Darwin is a survivor, you have to give it that. Razed to the ground four times in its short history, it has picked itself up out of the debris to not only rebuild but grow. Darwin has known catastrophes and resurrections; it has endured misconceived projects and birthed visionaries. To know Darwin, to know its soul, you have to listen to it, soak in it, taste it. To write about her home town, Tess Lea waded knee-deep in memories of the city, including those of her family and her own. The story begins in 1974, when Cyclone Tracy shattered Darwin, and Lea was a little girl. Then it takes us back to the wild times of early settlement, explores the backstory of the White Australia policy, paints a vivid picture of the bombing of Darwin during World War II - the first Australian city to experience direct attack from a foreign power - and guides us to Australia's militarised future, led by Darwin, sitting as it does under the largest aerial defence training space in the world. Lyrical and visceral, Tess Lea's ode to her hometown is suffused with the textures, colours, scents and the many gritty realities that beset this tough, fragile, magical, foolhardy and unique place.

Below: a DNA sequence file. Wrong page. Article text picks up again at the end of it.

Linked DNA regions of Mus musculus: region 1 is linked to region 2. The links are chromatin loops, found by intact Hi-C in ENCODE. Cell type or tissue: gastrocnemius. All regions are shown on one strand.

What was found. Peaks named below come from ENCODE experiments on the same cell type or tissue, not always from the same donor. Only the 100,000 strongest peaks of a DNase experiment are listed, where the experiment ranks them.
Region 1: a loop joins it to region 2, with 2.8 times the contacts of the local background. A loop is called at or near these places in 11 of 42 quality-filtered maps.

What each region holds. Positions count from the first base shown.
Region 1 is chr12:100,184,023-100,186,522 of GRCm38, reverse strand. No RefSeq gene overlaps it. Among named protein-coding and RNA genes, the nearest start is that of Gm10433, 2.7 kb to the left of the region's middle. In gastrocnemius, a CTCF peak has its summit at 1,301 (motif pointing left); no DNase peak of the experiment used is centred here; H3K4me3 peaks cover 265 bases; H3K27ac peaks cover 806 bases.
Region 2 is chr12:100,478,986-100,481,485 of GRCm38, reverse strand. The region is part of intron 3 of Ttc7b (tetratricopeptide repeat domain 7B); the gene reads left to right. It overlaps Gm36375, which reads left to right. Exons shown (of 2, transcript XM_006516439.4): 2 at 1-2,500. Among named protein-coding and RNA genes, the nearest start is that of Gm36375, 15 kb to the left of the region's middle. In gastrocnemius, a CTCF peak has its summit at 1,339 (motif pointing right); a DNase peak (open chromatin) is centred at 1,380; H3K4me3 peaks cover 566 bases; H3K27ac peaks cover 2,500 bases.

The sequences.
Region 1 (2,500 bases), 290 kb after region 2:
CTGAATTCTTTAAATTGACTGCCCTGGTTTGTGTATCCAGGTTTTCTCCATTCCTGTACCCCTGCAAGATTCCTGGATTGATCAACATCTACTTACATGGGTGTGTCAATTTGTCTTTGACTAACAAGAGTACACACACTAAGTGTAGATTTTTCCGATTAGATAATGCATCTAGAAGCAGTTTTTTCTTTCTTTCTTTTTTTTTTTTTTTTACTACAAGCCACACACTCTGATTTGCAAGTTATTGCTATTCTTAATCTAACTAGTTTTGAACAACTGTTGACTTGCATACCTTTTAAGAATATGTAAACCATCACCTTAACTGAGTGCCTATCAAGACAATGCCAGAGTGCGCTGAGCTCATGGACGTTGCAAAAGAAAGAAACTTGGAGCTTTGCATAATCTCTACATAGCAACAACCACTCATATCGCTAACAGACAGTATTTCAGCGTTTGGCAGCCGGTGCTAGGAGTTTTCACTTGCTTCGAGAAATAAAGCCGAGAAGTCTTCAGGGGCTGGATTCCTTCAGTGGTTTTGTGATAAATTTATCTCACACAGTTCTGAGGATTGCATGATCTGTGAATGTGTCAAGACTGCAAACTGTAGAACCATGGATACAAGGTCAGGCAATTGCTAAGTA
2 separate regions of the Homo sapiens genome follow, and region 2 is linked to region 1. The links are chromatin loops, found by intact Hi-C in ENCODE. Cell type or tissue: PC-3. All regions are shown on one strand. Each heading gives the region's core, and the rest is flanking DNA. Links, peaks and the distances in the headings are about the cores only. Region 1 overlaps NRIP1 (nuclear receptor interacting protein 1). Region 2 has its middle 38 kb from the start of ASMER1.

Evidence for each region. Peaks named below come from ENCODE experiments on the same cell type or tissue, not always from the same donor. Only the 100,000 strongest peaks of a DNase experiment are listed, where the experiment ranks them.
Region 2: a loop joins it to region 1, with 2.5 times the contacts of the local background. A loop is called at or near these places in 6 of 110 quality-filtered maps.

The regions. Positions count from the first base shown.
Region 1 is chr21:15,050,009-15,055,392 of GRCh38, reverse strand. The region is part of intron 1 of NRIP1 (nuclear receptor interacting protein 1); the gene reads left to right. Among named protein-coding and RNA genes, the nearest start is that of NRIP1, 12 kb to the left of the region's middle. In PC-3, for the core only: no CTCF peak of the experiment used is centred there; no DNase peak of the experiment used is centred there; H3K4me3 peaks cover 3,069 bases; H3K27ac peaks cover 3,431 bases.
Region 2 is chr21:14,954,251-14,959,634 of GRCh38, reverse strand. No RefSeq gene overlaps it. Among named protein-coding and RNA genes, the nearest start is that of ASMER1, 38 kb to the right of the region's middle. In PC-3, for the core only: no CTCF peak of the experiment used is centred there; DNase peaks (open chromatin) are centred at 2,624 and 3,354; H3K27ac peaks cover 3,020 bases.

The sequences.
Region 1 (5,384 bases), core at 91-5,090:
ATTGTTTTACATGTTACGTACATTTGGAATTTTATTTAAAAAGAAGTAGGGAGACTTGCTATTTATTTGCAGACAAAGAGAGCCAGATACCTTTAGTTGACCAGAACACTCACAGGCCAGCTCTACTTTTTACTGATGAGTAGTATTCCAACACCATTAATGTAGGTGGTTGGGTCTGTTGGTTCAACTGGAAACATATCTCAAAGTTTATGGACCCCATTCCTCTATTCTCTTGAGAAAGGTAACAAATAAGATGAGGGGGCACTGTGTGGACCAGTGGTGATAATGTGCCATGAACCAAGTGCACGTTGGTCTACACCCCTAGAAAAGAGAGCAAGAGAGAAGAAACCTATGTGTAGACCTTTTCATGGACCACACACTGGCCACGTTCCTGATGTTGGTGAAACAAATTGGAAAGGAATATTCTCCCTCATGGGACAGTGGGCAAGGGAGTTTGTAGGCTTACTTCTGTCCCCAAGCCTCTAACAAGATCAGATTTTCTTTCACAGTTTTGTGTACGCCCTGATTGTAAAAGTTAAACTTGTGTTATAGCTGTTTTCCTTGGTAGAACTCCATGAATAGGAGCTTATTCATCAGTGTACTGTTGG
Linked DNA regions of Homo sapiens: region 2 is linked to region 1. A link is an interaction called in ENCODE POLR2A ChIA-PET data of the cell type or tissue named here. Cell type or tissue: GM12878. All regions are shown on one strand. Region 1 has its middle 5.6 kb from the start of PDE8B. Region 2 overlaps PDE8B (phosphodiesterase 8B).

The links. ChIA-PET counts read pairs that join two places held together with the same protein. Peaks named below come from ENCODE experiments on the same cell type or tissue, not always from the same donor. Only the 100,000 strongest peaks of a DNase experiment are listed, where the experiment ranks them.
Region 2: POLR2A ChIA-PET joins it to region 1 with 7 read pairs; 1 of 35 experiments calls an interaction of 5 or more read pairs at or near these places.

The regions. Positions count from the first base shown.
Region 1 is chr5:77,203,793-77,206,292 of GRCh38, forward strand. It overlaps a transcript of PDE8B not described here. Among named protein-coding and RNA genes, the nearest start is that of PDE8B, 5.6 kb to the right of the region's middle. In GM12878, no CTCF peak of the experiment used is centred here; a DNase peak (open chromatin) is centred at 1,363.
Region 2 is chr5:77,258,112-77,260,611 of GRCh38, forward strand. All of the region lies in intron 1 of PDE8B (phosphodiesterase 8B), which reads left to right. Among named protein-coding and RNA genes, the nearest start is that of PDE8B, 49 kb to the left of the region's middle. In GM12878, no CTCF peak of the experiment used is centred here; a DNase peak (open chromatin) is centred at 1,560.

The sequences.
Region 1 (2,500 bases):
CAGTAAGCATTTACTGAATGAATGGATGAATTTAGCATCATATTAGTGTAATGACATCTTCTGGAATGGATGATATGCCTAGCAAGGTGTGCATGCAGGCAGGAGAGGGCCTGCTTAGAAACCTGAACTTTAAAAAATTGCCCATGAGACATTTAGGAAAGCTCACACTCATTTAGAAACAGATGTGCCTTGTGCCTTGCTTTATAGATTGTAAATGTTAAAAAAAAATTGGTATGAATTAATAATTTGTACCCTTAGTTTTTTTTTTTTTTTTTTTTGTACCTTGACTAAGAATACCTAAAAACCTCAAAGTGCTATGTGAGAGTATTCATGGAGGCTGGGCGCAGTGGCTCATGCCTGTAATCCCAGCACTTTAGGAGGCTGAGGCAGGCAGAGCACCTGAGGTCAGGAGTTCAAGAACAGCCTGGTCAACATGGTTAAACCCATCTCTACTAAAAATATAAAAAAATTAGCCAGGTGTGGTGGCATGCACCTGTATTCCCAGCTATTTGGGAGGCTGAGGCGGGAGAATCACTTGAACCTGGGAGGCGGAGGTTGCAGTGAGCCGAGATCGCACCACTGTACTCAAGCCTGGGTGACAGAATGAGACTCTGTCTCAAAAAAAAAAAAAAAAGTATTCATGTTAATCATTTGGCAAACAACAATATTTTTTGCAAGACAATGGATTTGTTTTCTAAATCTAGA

About the Author
Tess Leawas a Darwin schoolgirl, swimmer, artist, public servant, ministerial advisor, academic and inaugural director of the School for Social and Policy Research at Charles Darwin University. She remains a dog lover, anthropologist, mother and member of an extended Darwin family. Though she now works at the University of Sydney, as a born-and-bred Darwinite, she stills calls Darwin home.
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As an ex-Darwinite now living in the big smoke, it's often hard to adequately describe the spirit, beauty and frustrations of the place to Southerners. Darwin is a conundrum, a place where you never quite feel comfortable and yet can't bear to leave. A place that is both infuriating in its containment and isolation, yet connected to the rest of Australia and the world in complex and important ways. Lea's book goes to the heart of these contradictions, weaving together threads from history, including her own, science, economics and politics to paint a portrait of a place struggling with its imperfections. And yet these imperfections go to the heart and soul of Darwin, making it all the more beautiful and intoxicating. The final chapters are particularly gripping; Darwin as a military outpost and lilypad for more insidious global forces that are strikingly similar to the postcolonial foundations of the city. An essential read for anyone interested in Australia's northern-most city.
Series: Cities Series
Number Of Pages: 288
Published: 1st May 2014
Country of Publication: AU
Dimensions (cm): 17.8 x 11.0 x 2.8
Weight (kg): 0.23